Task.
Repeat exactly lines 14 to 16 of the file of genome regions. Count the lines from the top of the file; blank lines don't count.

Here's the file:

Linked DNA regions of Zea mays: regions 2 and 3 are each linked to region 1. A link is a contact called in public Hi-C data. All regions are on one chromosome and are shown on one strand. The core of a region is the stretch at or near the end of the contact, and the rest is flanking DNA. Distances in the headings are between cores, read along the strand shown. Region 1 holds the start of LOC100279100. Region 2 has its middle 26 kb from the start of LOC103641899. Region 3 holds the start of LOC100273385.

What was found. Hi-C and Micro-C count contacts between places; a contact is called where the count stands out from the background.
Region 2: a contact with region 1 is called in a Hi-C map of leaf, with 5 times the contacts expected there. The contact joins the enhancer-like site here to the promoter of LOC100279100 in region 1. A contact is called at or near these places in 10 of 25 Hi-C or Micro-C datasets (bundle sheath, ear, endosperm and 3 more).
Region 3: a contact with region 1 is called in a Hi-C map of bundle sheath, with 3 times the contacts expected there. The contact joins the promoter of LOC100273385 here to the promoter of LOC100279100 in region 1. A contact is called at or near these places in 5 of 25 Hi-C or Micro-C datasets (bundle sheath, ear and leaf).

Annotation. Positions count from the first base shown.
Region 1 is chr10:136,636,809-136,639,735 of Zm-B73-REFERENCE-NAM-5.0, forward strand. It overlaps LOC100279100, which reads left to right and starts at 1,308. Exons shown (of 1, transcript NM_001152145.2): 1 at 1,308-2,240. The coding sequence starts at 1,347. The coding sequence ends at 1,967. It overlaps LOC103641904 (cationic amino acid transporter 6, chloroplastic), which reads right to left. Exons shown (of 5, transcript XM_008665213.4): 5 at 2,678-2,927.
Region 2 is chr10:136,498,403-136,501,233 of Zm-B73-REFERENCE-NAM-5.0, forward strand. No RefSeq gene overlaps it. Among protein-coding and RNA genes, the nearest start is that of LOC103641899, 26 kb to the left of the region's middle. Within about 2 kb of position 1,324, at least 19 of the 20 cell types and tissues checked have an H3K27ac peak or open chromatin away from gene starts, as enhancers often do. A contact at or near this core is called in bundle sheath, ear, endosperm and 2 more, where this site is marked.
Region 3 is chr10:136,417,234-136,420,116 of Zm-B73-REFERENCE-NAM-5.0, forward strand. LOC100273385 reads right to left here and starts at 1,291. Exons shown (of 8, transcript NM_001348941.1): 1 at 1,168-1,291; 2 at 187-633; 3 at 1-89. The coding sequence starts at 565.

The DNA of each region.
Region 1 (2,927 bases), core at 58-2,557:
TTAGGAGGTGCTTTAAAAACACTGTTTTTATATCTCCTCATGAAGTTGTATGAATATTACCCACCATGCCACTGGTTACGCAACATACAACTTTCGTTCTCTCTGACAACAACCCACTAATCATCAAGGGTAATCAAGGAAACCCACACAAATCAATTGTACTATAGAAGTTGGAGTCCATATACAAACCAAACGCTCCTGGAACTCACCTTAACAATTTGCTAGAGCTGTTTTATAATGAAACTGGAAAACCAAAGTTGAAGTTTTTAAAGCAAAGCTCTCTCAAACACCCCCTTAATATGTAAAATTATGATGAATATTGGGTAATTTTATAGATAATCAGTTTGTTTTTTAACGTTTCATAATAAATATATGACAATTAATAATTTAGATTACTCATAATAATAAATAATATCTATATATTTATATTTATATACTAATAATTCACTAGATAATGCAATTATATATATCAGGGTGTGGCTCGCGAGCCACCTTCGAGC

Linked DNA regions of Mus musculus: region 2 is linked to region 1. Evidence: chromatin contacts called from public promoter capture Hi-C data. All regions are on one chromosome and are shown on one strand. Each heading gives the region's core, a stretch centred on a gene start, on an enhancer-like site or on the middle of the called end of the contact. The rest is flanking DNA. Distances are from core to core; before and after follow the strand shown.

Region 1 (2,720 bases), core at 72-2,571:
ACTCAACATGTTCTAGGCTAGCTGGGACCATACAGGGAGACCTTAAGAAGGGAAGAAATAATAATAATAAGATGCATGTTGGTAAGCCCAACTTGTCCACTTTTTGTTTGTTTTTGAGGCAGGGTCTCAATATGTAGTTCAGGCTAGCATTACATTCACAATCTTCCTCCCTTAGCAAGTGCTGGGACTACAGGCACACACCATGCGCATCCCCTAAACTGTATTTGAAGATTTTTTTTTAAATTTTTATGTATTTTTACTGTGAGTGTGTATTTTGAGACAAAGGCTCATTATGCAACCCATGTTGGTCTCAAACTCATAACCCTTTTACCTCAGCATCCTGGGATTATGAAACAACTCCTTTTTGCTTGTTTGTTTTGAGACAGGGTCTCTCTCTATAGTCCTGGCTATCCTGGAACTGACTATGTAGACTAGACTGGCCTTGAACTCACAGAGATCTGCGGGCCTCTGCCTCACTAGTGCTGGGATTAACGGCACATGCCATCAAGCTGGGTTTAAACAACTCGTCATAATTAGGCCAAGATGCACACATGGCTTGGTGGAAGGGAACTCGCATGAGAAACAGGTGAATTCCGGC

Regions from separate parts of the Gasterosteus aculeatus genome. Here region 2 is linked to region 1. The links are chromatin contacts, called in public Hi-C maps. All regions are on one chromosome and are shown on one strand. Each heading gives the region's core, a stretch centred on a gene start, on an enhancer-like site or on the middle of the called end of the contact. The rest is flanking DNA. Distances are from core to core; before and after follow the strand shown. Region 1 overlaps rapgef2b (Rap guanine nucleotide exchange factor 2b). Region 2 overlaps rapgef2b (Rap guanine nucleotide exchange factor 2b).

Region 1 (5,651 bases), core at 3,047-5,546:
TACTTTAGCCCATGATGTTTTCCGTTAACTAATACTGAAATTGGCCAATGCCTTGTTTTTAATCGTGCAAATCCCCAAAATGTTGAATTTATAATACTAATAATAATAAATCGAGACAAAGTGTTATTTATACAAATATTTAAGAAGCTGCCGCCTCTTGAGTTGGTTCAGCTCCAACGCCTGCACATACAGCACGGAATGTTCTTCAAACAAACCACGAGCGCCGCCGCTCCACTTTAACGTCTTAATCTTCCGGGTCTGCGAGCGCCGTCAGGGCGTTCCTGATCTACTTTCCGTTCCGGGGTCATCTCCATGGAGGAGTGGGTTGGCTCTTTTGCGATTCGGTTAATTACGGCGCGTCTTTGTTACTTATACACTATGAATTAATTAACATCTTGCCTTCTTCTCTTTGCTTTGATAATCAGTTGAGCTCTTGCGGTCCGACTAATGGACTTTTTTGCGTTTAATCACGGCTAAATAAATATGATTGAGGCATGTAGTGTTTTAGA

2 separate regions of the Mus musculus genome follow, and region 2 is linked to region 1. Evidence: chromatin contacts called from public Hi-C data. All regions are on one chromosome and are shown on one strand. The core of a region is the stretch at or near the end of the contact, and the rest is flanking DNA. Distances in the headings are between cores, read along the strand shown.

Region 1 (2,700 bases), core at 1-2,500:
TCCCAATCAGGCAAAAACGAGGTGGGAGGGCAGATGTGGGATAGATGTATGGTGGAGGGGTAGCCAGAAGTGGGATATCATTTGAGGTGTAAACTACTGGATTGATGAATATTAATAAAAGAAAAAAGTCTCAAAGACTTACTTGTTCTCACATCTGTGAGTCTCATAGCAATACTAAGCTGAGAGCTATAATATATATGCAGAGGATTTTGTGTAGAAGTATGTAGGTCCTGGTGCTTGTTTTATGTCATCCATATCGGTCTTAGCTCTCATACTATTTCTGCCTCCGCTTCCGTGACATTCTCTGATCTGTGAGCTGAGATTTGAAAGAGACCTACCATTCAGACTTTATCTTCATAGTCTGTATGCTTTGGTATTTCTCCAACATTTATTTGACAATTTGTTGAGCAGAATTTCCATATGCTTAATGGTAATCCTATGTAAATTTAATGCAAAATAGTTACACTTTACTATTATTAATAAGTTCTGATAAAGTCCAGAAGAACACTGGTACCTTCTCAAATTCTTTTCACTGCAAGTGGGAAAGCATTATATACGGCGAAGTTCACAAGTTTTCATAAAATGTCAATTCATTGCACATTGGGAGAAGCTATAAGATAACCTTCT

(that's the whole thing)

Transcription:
ACTCAACATGTTCTAGGCTAGCTGGGACCATACAGGGAGACCTTAAGAAGGGAAGAAATAATAATAATAAGATGCATGTTGGTAAGCCCAACTTGTCCACTTTTTGTTTGTTTTTGAGGCAGGGTCTCAATATGTAGTTCAGGCTAGCATTACATTCACAATCTTCCTCCCTTAGCAAGTGCTGGGACTACAGGCACACACCATGCGCATCCCCTAAACTGTATTTGAAGATTTTTTTTTAAATTTTTATGTATTTTTACTGTGAGTGTGTATTTTGAGACAAAGGCTCATTATGCAACCCATGTTGGTCTCAAACTCATAACCCTTTTACCTCAGCATCCTGGGATTATGAAACAACTCCTTTTTGCTTGTTTGTTTTGAGACAGGGTCTCTCTCTATAGTCCTGGCTATCCTGGAACTGACTATGTAGACTAGACTGGCCTTGAACTCACAGAGATCTGCGGGCCTCTGCCTCACTAGTGCTGGGATTAACGGCACATGCCATCAAGCTGGGTTTAAACAACTCGTCATAATTAGGCCAAGATGCACACATGGCTTGGTGGAAGGGAACTCGCATGAGAAACAGGTGAATTCCGGC

Regions from separate parts of the Gasterosteus aculeatus genome. Here region 2 is linked to region 1. The links are chromatin contacts, called in public Hi-C maps. All regions are on one chromosome and are shown on one strand. Each heading gives the region's core, a stretch centred on a gene start, on an enhancer-like site or on the middle of the called end of the contact. The rest is flanking DNA. Distances are from core to core; before and after follow the strand shown. Region 1 overlaps rapgef2b (Rap guanine nucleotide exchange factor 2b). Region 2 overlaps rapgef2b (Rap guanine nucleotide exchange factor 2b).

Region 1 (5,651 bases), core at 3,047-5,546: